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Why To Exercise Today: It Might Make You Feel Better About Yourself

This article is more than 11 years old.

By Karen Weintraub
Guest Blogger

Yes, it's a little subjective, and sounds like a refrain from Marlo Thomas' Free To Be You And Me, but still it's worth noting: exercise can make you feel better about you.

Indeed, when older people start exercising, they become more satisfied with their bodies and themselves, a newly published study out of Baylor University suggests.

The study got 1,800 older people exercising regularly, and found that their self-image improved, as did their happiness with the way their bodies functioned.

All of the study subjects participated for about six months in an exercise and behavior change program called Active for Life®. The aim of the research, whose participants were 69 years old on average, was to explore what factors changed older people’s self-image.

On average, all the volunteers felt better about themselves by the end of the study.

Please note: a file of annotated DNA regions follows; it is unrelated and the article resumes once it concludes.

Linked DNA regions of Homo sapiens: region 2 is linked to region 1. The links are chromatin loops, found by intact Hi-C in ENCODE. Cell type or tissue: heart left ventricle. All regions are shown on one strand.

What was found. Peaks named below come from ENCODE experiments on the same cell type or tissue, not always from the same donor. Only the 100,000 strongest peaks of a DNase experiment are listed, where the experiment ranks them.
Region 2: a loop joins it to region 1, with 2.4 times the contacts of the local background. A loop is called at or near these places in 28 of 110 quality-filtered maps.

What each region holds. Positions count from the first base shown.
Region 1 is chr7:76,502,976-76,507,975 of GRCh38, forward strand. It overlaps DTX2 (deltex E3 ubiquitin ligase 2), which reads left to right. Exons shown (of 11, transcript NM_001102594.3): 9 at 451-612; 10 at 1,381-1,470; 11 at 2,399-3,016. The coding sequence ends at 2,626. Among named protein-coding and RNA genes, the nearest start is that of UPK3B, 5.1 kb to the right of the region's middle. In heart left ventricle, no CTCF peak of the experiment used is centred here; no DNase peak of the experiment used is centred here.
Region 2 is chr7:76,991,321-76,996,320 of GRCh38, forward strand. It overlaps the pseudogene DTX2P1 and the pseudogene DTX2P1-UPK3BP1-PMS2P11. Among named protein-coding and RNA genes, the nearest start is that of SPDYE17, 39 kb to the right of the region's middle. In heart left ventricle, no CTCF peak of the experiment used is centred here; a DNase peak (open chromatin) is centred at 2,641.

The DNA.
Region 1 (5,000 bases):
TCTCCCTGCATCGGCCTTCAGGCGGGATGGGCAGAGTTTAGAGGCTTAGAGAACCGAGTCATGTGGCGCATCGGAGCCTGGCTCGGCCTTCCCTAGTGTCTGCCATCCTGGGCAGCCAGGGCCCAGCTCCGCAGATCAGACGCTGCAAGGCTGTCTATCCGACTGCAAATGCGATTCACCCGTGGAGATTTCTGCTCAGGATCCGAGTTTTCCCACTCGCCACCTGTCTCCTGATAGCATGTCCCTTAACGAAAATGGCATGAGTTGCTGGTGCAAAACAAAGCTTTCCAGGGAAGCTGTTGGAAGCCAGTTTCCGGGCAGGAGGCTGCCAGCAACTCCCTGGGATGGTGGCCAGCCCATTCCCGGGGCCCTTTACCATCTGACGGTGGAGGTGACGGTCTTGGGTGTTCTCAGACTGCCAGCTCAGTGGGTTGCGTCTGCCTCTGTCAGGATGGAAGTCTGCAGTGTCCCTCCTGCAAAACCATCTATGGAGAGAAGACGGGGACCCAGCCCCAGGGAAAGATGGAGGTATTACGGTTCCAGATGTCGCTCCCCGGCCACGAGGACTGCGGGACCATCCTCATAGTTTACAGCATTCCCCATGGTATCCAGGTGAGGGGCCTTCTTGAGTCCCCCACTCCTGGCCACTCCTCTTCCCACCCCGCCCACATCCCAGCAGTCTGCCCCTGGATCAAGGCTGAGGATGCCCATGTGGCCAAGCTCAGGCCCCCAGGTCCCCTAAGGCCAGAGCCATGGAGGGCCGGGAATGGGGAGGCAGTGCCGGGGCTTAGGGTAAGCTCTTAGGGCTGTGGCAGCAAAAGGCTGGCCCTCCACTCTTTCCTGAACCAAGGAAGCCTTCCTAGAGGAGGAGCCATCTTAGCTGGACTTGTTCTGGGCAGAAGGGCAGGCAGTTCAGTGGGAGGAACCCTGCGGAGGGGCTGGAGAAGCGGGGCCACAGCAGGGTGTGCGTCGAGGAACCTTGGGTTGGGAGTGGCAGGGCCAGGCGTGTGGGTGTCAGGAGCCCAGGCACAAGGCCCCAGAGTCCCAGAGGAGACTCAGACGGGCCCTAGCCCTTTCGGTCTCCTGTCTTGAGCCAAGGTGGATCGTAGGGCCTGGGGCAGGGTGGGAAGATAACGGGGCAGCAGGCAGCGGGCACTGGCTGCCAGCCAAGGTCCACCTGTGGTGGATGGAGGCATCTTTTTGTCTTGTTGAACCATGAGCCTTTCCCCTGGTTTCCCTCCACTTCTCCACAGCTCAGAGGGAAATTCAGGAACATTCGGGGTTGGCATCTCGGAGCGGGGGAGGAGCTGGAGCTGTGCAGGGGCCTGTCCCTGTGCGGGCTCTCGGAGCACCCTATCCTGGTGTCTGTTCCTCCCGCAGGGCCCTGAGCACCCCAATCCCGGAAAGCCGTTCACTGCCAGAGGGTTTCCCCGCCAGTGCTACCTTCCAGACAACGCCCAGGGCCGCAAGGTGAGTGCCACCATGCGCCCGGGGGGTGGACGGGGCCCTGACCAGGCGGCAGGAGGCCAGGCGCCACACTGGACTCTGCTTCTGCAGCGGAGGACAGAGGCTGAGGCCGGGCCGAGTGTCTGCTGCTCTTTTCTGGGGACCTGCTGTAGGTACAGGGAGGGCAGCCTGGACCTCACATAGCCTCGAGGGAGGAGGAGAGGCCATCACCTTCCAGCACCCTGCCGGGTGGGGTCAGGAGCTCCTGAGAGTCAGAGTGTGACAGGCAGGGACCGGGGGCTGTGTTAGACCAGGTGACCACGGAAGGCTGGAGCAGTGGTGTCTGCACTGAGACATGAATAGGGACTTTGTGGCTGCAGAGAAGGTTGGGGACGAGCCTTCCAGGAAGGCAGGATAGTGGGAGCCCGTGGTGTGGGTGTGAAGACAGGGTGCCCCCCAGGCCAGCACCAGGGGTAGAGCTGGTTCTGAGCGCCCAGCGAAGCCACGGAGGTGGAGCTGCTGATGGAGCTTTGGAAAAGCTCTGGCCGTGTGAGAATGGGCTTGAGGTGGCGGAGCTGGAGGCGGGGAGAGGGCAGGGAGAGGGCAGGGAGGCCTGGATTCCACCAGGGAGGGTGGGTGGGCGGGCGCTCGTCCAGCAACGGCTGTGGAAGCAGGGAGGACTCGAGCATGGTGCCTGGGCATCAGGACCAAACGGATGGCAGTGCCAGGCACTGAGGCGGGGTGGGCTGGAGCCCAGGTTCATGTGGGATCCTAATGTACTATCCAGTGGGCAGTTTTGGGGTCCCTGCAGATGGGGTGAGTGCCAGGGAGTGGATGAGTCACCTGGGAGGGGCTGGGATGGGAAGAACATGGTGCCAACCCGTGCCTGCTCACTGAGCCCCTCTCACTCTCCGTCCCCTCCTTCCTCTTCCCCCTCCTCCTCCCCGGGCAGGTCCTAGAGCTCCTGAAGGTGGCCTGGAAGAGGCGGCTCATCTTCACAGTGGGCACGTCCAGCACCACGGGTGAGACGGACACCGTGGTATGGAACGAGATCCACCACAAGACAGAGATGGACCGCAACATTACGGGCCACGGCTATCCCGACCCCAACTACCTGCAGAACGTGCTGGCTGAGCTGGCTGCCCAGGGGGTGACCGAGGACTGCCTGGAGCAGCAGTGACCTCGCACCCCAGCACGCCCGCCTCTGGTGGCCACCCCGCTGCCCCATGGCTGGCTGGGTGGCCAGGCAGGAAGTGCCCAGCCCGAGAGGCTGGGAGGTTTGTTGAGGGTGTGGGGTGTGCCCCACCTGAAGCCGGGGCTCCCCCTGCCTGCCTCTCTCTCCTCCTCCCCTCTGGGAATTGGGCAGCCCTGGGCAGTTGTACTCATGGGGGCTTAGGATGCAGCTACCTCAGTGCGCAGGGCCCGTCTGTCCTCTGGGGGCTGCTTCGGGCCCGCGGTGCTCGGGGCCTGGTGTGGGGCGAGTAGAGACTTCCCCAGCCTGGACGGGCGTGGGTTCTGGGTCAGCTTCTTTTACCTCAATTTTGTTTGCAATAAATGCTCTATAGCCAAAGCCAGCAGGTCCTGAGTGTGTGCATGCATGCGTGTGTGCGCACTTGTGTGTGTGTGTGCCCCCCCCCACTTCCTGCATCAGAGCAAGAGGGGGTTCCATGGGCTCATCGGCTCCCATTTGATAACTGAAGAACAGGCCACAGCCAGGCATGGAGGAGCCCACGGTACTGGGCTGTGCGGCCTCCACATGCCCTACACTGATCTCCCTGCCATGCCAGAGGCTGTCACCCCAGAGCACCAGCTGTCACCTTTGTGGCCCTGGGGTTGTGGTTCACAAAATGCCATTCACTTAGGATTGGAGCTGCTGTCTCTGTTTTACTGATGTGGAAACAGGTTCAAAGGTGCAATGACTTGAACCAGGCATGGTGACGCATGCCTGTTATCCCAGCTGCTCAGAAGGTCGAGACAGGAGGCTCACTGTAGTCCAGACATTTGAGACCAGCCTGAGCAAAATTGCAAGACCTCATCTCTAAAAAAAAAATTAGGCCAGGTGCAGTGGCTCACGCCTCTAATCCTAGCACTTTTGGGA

But the people whose self-image improved the most exercised the most.

Race also played a role: Whites seemed to gain more than African-Americans (though African-Americans had higher bodily satisfaction to begin with). People with more education, less depression and lower body weight to begin with also advanced the most.

As we age, we generally get more content with ourselves, even if we’re still unhappy with our appearance. But why not get happier about that, too?

Karen Weintraub is a freelance health and science writer based in Boston.

This program aired on August 4, 2011. The audio for this program is not available.

Rachel Zimmerman Reporter
Rachel Zimmerman previously reported on health and the intersection of health and business for WBUR. She is working on a memoir about rebuilding her family after her husband’s suicide. 



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